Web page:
Medina will replace current Precinct 4 Commissioner Eligio Martinez who lost in the Democratic Primary Runoff earlier this year.

      Bunger and Medina will take office in January 2019. 

      “I am very pleased with the overall voter turnout. It was great to see so many community members get involved. I’d like to congratulate Rudy Martinez on a great campaign and a tightly contested race. I’m thankful for all the support I had along this journey and for the voters putting their trust in me. I look forward to January and getting the opportunity to serve Crockett County and represent Precinct 4,” Medina said.


SCHOOL BOND           

  The Crockett County CCSD School Bond passed by a large margin with 773 voting for and 279 voting against.

      The bond will move funding from the district’s Qualified School Construction Bond loan from the maintenance and operation budget to the interest and sinking budget in order to pay off the loan faster, and not subject the loan payment to recapture under the Robin Hood plan.

      It will add $231,000 a year to the maintenance and operations budget, save taxpayers $446,511 in interest and there is no tax increase to the taxpayers of Crockett County, said Superintendent Raul Chavarria.

      “On behalf of the CCCCSD Board of Trustees, I want to thank the voters of Crockett County for making the smart choice in approving the bond. This is truly a win for our taxpayers and a huge benefit for the students of our school district,” Chavarria said.



For the 20th year running, Republicans swept every statewide election in Texas, soaring to victories in the governor’s mansion, the attorney general’s office and the U.S. Senate, the most closely-watched top-of-the-ticket contest. El Paso Democrat Beto O’Rourke lost a hard-fought, nationally-watched U.S. Senate race to incumbent Ted Cruz. Early Wednesday morning, the margin was just three points — a tighter race than Democrats have achieved in years. And several statewide Republican incumbents were elected by mere single digits.

Gov. Greg Abbott easily won a second term, winning some 56 percent of the state over Democratic Lupe Valdez.

Abbott took Crockett County with 920 votes. Valdez had 333 and Liberterian Mary Jay Tippetts had 14.

Lt. Gov. Dan Patrick won another term with a single-digit lead – about a third of his 19-point victory in 2014.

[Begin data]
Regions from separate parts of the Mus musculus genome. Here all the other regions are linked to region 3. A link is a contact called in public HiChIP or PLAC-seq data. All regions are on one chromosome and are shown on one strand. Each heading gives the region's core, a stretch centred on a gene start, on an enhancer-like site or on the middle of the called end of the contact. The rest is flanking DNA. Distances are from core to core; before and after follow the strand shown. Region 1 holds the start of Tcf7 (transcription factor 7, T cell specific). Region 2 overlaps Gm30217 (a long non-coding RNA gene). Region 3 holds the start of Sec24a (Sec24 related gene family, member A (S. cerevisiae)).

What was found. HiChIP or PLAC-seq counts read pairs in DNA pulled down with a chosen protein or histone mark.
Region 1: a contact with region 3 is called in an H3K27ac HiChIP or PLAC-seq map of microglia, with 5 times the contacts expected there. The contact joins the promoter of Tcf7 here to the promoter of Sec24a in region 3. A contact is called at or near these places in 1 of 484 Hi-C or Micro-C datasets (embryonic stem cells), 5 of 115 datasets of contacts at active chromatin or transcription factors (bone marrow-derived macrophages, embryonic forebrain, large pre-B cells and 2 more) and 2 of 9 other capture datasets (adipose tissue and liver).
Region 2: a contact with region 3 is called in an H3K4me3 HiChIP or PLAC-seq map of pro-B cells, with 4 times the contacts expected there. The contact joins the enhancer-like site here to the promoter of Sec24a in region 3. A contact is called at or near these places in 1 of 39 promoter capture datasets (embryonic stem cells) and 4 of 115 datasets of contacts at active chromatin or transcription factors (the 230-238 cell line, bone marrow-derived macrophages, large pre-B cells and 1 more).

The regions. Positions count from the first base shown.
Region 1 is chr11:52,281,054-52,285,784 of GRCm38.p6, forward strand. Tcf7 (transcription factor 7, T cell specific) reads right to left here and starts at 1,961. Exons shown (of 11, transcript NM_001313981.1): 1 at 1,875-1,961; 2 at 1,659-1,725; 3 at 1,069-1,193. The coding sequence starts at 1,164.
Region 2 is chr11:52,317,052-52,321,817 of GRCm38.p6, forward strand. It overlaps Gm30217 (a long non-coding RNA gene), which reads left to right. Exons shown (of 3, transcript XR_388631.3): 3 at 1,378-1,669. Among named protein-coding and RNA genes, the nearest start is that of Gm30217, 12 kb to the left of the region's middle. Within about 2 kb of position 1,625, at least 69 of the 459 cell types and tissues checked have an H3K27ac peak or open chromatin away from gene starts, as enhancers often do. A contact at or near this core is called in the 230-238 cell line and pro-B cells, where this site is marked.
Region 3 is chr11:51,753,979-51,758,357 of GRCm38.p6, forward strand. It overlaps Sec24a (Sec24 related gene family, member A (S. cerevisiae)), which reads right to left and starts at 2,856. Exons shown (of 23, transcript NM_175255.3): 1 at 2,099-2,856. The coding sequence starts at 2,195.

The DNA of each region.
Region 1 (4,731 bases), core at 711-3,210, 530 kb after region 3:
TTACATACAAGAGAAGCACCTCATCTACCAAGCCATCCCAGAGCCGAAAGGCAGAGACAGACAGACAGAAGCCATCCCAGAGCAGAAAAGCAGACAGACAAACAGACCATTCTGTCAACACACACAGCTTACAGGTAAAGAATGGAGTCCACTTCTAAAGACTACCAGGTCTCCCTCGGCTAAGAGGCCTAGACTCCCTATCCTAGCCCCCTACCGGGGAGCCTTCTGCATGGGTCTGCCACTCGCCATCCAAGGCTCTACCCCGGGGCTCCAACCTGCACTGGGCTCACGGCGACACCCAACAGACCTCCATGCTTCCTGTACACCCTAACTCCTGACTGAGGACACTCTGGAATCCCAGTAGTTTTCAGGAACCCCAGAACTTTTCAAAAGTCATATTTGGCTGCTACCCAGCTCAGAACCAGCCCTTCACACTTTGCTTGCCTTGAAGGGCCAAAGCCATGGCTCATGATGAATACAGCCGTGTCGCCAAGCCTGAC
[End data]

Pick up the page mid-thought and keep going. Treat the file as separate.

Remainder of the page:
Patrick, a champion of “school choice” — programs that would give Texas families subsidies to send their kids to private schools — has drawn the ire of many education-minded voters, thousands of whom pledged to block-vote for his opponent, Democrat Mike Collier.

Patrick took Crockett County with 797 votes. Collier had 389 and Liberterian Kerry Douglas McKennon had 30.

Texas’ congressional delegation — the second-largest in the country after California — has ever-so slightly shifted its tilt toward the center.

Democrats picked up three seats, knocking off House Rules Chairman Pete Sessions and Houston-area U.S. Rep. John Culberson. That took the delegation from a lopsided 11–25 split favoring the Republicans to a tighter 13–23.
And in the Texas House, Democrats picked up a dozen seats, bringing the minority party to a level it hasn’t seen in a decade. And the minority party positioned itself to carry ever-so-slightly more influence in the upcoming race for speaker of the Texas House.

In the Texas Senate, Democrats knocked off two Republican incumbents, Konni Burton and Don Huffines, both from battleground North Texas. But a close race that ultimately favored state Sen. Joan Huffman, R-Houston, means Texas Republicans continue to hold the powerful 19-seat advantage that will allow them to bring bills up for a vote on the Senate floor without any Democratic support.



      Locally, voter turnout surpassed the 2014 midterm results with 1,302 ballots cast out of 2,484 registered voters in Crockett County for a 52 percent turnout.

      Early voter turnout hit 800 on the last day.

      In 2014 877 total ballots were cast.

            “Very proud of Ozona for getting out, voting and making a difference,” said County and District Clerk Ninfa Preddy.

            Statewide, turnout surged to near-presidential election levels.

            In 2016, a presidential election year, nearly 9 million Texans showed up to the polls. Midterm years tend to have far lower turnout — in 2014, for example, just 4.6 million Texans voted.

This year, Texans bucked that trend. With some precincts still reporting early Wednesday morning, turnout had topped 8 million — historically high for a midterm election in Texas. By the end of early voting, turnout in the 30 Texas counties that house 78 percent of the state’s registered voters had already surpassed turnout from the 2012 presidential election.

  • Texas Tribune, El Paso Times and the San Antonio Express-News contributed to this article.